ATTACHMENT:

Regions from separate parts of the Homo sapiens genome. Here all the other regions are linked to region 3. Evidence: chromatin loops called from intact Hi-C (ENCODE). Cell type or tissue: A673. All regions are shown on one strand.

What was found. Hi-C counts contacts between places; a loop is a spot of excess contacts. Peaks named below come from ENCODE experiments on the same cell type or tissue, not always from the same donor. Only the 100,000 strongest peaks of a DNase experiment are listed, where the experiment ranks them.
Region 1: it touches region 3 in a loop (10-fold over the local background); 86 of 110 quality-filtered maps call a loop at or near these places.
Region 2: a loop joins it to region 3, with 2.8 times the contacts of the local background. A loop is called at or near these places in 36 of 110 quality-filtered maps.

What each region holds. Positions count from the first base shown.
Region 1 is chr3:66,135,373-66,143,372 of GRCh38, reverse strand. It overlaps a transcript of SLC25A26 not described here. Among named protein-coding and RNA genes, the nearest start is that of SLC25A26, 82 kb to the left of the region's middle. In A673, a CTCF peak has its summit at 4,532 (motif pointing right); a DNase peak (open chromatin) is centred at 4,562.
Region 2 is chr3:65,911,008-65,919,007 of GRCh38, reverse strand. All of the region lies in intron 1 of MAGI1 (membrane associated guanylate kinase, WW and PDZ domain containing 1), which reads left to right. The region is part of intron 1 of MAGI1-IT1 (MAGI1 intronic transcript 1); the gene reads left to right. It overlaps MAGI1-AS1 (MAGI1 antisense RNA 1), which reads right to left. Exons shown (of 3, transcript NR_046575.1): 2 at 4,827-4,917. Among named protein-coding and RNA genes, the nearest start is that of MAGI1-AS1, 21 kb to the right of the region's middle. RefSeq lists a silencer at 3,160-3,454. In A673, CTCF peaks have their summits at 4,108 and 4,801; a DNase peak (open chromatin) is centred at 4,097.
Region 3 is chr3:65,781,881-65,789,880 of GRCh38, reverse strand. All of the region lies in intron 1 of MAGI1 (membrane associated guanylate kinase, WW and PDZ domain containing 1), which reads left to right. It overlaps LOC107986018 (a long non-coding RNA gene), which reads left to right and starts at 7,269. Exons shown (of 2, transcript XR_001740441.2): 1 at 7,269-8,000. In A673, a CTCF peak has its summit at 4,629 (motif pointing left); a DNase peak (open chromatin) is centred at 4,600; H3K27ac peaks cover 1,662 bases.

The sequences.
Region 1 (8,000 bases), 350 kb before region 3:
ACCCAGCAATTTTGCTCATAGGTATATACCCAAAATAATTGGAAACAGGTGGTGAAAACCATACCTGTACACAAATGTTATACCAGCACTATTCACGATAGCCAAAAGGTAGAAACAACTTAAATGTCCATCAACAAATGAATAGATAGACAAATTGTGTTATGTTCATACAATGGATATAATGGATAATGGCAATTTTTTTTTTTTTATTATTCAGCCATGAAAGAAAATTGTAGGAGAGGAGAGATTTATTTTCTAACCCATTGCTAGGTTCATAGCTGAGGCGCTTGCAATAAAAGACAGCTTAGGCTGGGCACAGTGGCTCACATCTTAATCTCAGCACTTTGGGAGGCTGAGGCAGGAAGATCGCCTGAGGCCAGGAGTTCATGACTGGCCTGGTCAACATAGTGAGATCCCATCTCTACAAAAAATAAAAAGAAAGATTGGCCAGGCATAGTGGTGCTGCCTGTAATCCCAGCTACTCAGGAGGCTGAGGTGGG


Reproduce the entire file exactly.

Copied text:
Regions from separate parts of the Homo sapiens genome. Here all the other regions are linked to region 3. Evidence: chromatin loops called from intact Hi-C (ENCODE). Cell type or tissue: A673. All regions are shown on one strand.

What was found. Hi-C counts contacts between places; a loop is a spot of excess contacts. Peaks named below come from ENCODE experiments on the same cell type or tissue, not always from the same donor. Only the 100,000 strongest peaks of a DNase experiment are listed, where the experiment ranks them.
Region 1: it touches region 3 in a loop (10-fold over the local background); 86 of 110 quality-filtered maps call a loop at or near these places.
Region 2: a loop joins it to region 3, with 2.8 times the contacts of the local background. A loop is called at or near these places in 36 of 110 quality-filtered maps.

What each region holds. Positions count from the first base shown.
Region 1 is chr3:66,135,373-66,143,372 of GRCh38, reverse strand. It overlaps a transcript of SLC25A26 not described here. Among named protein-coding and RNA genes, the nearest start is that of SLC25A26, 82 kb to the left of the region's middle. In A673, a CTCF peak has its summit at 4,532 (motif pointing right); a DNase peak (open chromatin) is centred at 4,562.
Region 2 is chr3:65,911,008-65,919,007 of GRCh38, reverse strand. All of the region lies in intron 1 of MAGI1 (membrane associated guanylate kinase, WW and PDZ domain containing 1), which reads left to right. The region is part of intron 1 of MAGI1-IT1 (MAGI1 intronic transcript 1); the gene reads left to right. It overlaps MAGI1-AS1 (MAGI1 antisense RNA 1), which reads right to left. Exons shown (of 3, transcript NR_046575.1): 2 at 4,827-4,917. Among named protein-coding and RNA genes, the nearest start is that of MAGI1-AS1, 21 kb to the right of the region's middle. RefSeq lists a silencer at 3,160-3,454. In A673, CTCF peaks have their summits at 4,108 and 4,801; a DNase peak (open chromatin) is centred at 4,097.
Region 3 is chr3:65,781,881-65,789,880 of GRCh38, reverse strand. All of the region lies in intron 1 of MAGI1 (membrane associated guanylate kinase, WW and PDZ domain containing 1), which reads left to right. It overlaps LOC107986018 (a long non-coding RNA gene), which reads left to right and starts at 7,269. Exons shown (of 2, transcript XR_001740441.2): 1 at 7,269-8,000. In A673, a CTCF peak has its summit at 4,629 (motif pointing left); a DNase peak (open chromatin) is centred at 4,600; H3K27ac peaks cover 1,662 bases.

The sequences.
Region 1 (8,000 bases), 350 kb before region 3:
ACCCAGCAATTTTGCTCATAGGTATATACCCAAAATAATTGGAAACAGGTGGTGAAAACCATACCTGTACACAAATGTTATACCAGCACTATTCACGATAGCCAAAAGGTAGAAACAACTTAAATGTCCATCAACAAATGAATAGATAGACAAATTGTGTTATGTTCATACAATGGATATAATGGATAATGGCAATTTTTTTTTTTTTATTATTCAGCCATGAAAGAAAATTGTAGGAGAGGAGAGATTTATTTTCTAACCCATTGCTAGGTTCATAGCTGAGGCGCTTGCAATAAAAGACAGCTTAGGCTGGGCACAGTGGCTCACATCTTAATCTCAGCACTTTGGGAGGCTGAGGCAGGAAGATCGCCTGAGGCCAGGAGTTCATGACTGGCCTGGTCAACATAGTGAGATCCCATCTCTACAAAAAATAAAAAGAAAGATTGGCCAGGCATAGTGGTGCTGCCTGTAATCCCAGCTACTCAGGAGGCTGAGGTGGG